Links for 2016-05-30

  • Green/Blue Deployments with AWS Lambda and CloudFormation – done right

    Basically, use a Lambda to put all instances from an ASG into the ELB, then remove the old ASG

    (tags: asg elb aws lambda deployment ops blue-green-deploys)

  • Six Years of Hacker News Comments about Twilio

    love it.

    (tags: twilio hn hackernews funny tech)

  • fiunchinho/dockerize-me

    ‘Tired of copy/pasting Dockerfiles around? Not sure about best practices for Dockerfiles or Docker entry points? This tool lets you Dockerize your applications using best practices to define your Dockerfile and Docker entry point files.’ The best practices in question are defined here: https://github.com/docker-library/official-images#review-guidelines

    (tags: docker dockerfile images build best-practices alpine containers)

  • grammarly/rocker

    backward compatible replacement for Dockerfile. Yes, you can take any Dockerfile, rename it to Rockerfile and use rocker build instead of docker build. … Rocker aims to solve the following use cases, which are painful with plain Docker: Mount reusable volumes on build stage, so dependency management tools may use cache between builds. Share ssh keys with build (for pulling private repos, etc.), while not leaving them in the resulting image. Build and run application in different images, be able to easily pass an artifact from one image to another, ideally have this logic in a single Dockerfile. Tag/Push images right from Dockerfiles. Pass variables from shell build command so they can be substituted to a Dockerfile. And more. These are the most critical issues that were blocking our adoption of Docker at Grammarly. The most challenging part is caching. While implementing those features seems to be not a big deal, it’s not trivial to do that just by utilising Docker’s image cache (the one that docker build does). Actually, it is the main reason why those features are still not in Docker. With Rocker we achieve this by introducing a set of trade-offs. Search this page for “trade-off” to find out more details.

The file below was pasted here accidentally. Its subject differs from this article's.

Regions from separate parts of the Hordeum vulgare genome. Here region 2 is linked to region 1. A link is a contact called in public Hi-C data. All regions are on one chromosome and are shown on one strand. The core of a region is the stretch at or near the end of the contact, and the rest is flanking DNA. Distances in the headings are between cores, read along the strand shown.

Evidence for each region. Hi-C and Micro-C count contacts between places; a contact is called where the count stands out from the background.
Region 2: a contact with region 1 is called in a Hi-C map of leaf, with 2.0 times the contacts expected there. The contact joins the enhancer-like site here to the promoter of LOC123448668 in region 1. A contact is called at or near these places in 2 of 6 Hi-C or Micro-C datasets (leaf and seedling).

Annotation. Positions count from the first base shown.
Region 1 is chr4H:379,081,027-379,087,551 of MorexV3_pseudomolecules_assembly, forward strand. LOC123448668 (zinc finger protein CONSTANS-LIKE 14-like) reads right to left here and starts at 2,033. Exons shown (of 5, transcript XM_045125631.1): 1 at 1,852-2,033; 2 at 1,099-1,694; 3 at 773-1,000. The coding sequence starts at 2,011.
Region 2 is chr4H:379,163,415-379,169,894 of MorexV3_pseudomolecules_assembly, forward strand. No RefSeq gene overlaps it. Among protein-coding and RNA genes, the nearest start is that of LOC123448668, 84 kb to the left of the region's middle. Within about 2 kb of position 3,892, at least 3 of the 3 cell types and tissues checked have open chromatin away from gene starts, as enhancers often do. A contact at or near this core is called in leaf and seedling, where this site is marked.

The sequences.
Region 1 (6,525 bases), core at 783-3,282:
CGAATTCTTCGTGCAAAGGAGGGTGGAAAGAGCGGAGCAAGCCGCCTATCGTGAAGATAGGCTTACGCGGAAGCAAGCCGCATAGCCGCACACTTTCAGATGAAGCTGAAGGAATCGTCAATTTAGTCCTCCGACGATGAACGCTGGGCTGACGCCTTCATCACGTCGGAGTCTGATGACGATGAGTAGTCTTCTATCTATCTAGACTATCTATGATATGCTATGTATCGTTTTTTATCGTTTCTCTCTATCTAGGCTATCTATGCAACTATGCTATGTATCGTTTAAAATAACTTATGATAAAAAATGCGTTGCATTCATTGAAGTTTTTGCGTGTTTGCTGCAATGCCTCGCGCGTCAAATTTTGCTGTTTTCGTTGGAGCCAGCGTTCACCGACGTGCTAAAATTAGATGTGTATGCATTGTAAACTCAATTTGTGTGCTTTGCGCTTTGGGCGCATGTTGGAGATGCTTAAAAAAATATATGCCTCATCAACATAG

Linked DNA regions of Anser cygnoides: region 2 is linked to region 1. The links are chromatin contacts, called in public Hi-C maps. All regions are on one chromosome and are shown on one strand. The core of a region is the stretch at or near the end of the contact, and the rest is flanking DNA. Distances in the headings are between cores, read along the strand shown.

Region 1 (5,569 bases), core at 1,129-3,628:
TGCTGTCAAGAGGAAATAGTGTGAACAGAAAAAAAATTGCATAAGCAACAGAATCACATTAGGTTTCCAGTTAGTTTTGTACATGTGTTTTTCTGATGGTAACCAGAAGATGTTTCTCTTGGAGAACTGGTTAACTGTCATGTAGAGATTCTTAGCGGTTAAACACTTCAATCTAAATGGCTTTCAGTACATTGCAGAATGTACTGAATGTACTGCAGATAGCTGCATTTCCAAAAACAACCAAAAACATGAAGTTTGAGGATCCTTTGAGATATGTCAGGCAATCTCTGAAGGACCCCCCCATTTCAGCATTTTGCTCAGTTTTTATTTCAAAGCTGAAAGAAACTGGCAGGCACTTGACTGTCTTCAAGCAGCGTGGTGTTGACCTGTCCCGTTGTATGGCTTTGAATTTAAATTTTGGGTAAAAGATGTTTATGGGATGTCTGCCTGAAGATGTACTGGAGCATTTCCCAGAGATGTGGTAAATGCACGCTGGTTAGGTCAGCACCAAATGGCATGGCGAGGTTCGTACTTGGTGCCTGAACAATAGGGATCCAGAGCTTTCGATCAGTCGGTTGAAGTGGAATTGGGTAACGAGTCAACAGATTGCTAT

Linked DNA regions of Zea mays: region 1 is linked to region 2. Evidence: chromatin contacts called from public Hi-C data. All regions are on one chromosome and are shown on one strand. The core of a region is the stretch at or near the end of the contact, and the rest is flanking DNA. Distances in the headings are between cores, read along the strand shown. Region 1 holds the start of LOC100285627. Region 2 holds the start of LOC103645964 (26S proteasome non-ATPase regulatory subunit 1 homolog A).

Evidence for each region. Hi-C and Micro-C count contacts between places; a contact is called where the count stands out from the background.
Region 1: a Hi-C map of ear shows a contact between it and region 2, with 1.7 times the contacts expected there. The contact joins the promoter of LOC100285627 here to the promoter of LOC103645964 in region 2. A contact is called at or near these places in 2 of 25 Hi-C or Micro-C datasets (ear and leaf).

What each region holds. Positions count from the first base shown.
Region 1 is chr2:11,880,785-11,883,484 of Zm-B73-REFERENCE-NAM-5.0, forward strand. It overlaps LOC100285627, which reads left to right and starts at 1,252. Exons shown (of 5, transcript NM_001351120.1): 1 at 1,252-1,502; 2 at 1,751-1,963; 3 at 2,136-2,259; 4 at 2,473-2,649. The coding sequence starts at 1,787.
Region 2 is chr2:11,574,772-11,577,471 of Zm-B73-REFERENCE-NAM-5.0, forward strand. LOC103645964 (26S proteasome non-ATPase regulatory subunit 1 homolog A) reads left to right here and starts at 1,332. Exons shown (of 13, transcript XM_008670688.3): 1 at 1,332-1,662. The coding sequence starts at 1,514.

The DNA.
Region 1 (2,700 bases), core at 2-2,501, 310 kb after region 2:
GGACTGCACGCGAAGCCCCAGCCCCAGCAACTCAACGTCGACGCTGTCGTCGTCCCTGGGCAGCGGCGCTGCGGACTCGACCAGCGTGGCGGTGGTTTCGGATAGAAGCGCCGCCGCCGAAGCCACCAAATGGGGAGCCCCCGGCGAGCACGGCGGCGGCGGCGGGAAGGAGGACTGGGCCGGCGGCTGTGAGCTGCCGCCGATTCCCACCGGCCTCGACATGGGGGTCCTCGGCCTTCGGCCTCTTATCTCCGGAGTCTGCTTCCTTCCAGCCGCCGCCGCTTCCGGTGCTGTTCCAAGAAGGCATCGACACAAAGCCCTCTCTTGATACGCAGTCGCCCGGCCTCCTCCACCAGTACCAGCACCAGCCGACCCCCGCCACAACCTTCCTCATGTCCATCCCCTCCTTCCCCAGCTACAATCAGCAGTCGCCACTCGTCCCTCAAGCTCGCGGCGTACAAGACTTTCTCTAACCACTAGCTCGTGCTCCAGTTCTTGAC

(tags: docker rocker build containers dockerfiles)

  • How big an issue is the nausea problem for Virtual Reality products? – Quora

    Sadly (because I want a “holodeck” as much as the next red-blooded geek) – I don’t think it’s possible to make a VR system that both delivers the experience that everyone wants – and doesn’t make a sizeable proportion of the population so sick that they’ll never want to do it again. For the people who can stomach the display – my major concern is that the US Navy studies show that there is some disorientation that might persist long after finishing your game…so driving a car while “under the influence” of post-VR disorientation is probably as dangerous as drunk-driving. If these devices are in pretty much every home – then there are huge problems in store for the industry in terms of product liability. There have been plenty of warnings from the flight simulation industry – there are no excuses for not reading the Wikipedia article on the subject. If people are driving “under the influence” and the VR companies didn’t warn them about that – then they’re in deep trouble. IMHO, these consumer-grade VR devices should be carefully studied and if they do cause possible driving impairment, they should be banned until such time as the problems can be fixed…which may very well be “never”. Sorry to be the bearer of bad news.
    (via Tony Finch)

    (tags: holodeck vr oculus-rift hmds nausea head-mounted-displays biology brain flight-simulation)

  • Why do Selenium-style record/replay tests of web applications break?